Strengthening Intelligence Oversight
U.S. intelligence agencies are embroiled in scandal. Secret CIA torture programs and mass surveillance by the NSA are just two examples of the abuse of intelligence authority and the failure of current oversight structures in the last year.
Today, on the 40th anniversary of the formation of the Church Committee, 17 former Church Committee staff members have put forward key recommendations to help Congress bring intelligence activities and oversight in line with the law and with American values.
Forty years ago, Congress established a select investigative committee charged with conducting a thorough, bipartisan examination of our government’s secret intelligence operations undertaken over the course of several presidential administrations. It represented the first time our nation — or any nation to our knowledge is — opened its national security apparatus to such independent and public scrutiny. We are honored to have served on that Committee, under the skilled leadership of the late Senators Frank Church and John Tower and with the support of a talented and dedicated staff.
Our work was conducted with the recognition that effective intelligence capabilities are essential to ensuring our national security and developing sound foreign policies. But these operations, like all government activities, must comply with the law. We concluded that much of the error and abuse we found resulted from excessive secrecy that forfeited the strengths of our constitutional system: the value added by the input of informed overseers in Congress and the courts, and the public support earned through democratic accountability.
Today, intelligence activities are back in the news, too often for the wrong reasons. Many Americans are questioning whether the structural reforms developed as a result of the Church Committee investigation remain sufficient to ensure intelligence activities are properly tailored to meet their objectives without infringing on individual rights or betraying American values.
Seventeen Church Committee staff members have assembled once again to produce this insightful report calling for a comprehensive re-evaluation of our systems of intelligence oversight. Their effort could not be more critical or timely. The scope and complexity of our intelligence operations has grown exponentially, and recent revelations about mass surveillance programs and the abuse of detainees in U.S. custody confirm that existing controls are not as effective as they need to be.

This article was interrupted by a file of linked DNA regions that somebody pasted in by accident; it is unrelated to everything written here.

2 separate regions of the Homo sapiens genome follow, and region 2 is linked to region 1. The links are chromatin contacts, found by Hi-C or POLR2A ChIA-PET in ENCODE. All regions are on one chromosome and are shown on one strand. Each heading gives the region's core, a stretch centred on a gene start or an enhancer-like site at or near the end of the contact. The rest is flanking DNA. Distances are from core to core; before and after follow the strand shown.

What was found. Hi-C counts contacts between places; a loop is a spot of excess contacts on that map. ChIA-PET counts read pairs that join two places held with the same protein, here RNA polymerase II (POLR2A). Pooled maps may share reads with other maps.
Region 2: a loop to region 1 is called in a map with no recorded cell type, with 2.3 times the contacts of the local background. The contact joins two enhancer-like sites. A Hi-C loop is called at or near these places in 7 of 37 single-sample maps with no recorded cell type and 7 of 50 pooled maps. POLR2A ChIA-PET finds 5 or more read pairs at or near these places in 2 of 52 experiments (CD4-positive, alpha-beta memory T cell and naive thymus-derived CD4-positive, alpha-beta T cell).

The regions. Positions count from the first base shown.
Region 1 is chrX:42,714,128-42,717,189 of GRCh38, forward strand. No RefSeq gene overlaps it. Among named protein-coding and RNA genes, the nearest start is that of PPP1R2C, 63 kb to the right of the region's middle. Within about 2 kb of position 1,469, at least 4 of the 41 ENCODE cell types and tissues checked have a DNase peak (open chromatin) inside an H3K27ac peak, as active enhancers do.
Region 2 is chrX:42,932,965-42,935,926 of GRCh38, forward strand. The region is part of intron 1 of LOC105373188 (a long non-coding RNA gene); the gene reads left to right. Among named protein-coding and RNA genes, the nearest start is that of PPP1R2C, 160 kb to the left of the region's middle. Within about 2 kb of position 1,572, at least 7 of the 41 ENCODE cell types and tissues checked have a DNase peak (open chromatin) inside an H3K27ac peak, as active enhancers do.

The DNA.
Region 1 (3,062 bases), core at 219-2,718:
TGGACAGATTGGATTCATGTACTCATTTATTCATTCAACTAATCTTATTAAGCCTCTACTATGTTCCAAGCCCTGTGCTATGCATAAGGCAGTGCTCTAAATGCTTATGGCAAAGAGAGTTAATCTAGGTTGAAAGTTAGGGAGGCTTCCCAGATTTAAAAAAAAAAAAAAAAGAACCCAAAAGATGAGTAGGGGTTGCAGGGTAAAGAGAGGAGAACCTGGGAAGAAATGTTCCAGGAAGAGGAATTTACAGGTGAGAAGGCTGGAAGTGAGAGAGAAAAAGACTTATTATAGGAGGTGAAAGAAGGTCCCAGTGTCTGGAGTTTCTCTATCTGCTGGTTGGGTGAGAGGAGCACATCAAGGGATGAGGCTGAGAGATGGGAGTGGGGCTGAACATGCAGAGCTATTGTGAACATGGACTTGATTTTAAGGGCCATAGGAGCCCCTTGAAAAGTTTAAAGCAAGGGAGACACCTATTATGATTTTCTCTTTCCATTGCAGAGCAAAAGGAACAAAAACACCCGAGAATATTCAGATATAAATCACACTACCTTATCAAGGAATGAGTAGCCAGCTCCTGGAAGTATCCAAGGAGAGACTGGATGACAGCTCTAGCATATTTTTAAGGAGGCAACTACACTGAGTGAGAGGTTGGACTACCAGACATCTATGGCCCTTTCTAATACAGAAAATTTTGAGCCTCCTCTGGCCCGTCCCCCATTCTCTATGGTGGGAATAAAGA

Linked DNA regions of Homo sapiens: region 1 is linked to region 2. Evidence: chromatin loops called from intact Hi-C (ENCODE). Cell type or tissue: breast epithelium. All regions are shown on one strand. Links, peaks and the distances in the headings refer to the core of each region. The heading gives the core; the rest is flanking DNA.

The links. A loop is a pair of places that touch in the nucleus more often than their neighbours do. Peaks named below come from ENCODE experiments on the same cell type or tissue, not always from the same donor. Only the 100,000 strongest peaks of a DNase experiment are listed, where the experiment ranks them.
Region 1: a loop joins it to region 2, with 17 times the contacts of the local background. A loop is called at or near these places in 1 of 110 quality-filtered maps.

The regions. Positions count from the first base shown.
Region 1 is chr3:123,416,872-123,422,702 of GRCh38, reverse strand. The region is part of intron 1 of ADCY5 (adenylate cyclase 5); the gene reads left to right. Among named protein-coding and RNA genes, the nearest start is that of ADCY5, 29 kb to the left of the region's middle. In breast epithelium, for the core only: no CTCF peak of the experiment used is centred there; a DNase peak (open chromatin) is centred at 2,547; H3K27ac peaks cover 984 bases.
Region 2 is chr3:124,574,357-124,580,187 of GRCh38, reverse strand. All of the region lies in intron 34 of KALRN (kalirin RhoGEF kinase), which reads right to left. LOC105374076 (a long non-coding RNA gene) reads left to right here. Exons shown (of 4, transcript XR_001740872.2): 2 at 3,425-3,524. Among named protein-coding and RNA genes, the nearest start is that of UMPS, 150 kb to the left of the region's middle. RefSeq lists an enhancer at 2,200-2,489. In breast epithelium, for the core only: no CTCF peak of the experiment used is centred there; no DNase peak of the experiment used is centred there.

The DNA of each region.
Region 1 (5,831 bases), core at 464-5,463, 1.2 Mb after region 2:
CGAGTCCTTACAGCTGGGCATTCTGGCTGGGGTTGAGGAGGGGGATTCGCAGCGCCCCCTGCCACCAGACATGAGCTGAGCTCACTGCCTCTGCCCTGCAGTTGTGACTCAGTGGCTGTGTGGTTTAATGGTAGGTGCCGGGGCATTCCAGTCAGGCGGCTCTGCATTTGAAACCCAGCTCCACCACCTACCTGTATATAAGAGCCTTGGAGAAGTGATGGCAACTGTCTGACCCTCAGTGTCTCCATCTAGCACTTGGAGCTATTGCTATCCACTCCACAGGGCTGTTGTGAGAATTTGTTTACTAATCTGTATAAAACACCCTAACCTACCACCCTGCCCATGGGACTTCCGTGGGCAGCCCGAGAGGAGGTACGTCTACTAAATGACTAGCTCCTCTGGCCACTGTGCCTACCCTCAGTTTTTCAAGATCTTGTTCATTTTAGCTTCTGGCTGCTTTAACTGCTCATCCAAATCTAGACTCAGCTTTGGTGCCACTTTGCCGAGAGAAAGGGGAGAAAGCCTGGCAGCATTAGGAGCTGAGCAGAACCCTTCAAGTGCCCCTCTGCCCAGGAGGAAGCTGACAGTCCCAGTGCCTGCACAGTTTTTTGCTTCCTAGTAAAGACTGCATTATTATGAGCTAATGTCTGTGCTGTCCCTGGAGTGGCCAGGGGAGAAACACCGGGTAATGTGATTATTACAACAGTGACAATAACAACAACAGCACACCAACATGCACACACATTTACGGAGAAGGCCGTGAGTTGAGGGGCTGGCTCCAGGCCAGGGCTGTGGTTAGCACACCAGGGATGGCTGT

This 40th anniversary of the formation of the Church Committee provides an opportunity to reassert our Founders’ confidence that our national security can be most effectively maintained with robust systems of democratic accountability. We applaud the efforts of the Church Committee staff members for their continuing contribution to this critical national debate.
Key recommendations for steps Congress should take include:
- Assessing whether Congress has the appropriate resources to maintain effective oversight of intelligence activities. For example, does Congress have staff and resources to evaluate reports from oversight bodies such as Inspectors General, the Congressional Research Service, the Government Accountability Office, and outside interest groups?Evaluate whether the intelligence community is using its new resources and authorities responsibly and effectively.
- Assessing whether current intelligence committee structures optimizes intelligence oversight or whether structural changes should be made.
- Examining whether committees are able to get the information necessary to properly guide intelligence activities and inform the rest of Congress, and the public, so that sound policies can be enacted and sustained.
- Modifying the FISA process to make it more transparent and accountable and strengthening the courts’ ability to hear and resolve constitutional challenges to intelligence practices.
- Reassessing the government’s aggressive foreign intelligence surveillance practices, which jeopardize the United States’ role as a leader in promoting human rights and democracy in the international community.
- Evaluating how intelligence agencies are currently exploiting existing technologies, anticipating how developing technologies might necessitate additional regulation and scrutiny, and ensure they have the technical expertise to perform these functions.
- Adopting measures to reduce overclassification, which squanders intelligence resources, impedes information sharing, denies the public access to information it can use to better understand threats, and promotes leaks by eroding respect for the classification system.
- Developing metrics to evaluate the effectiveness of national security policies and programs.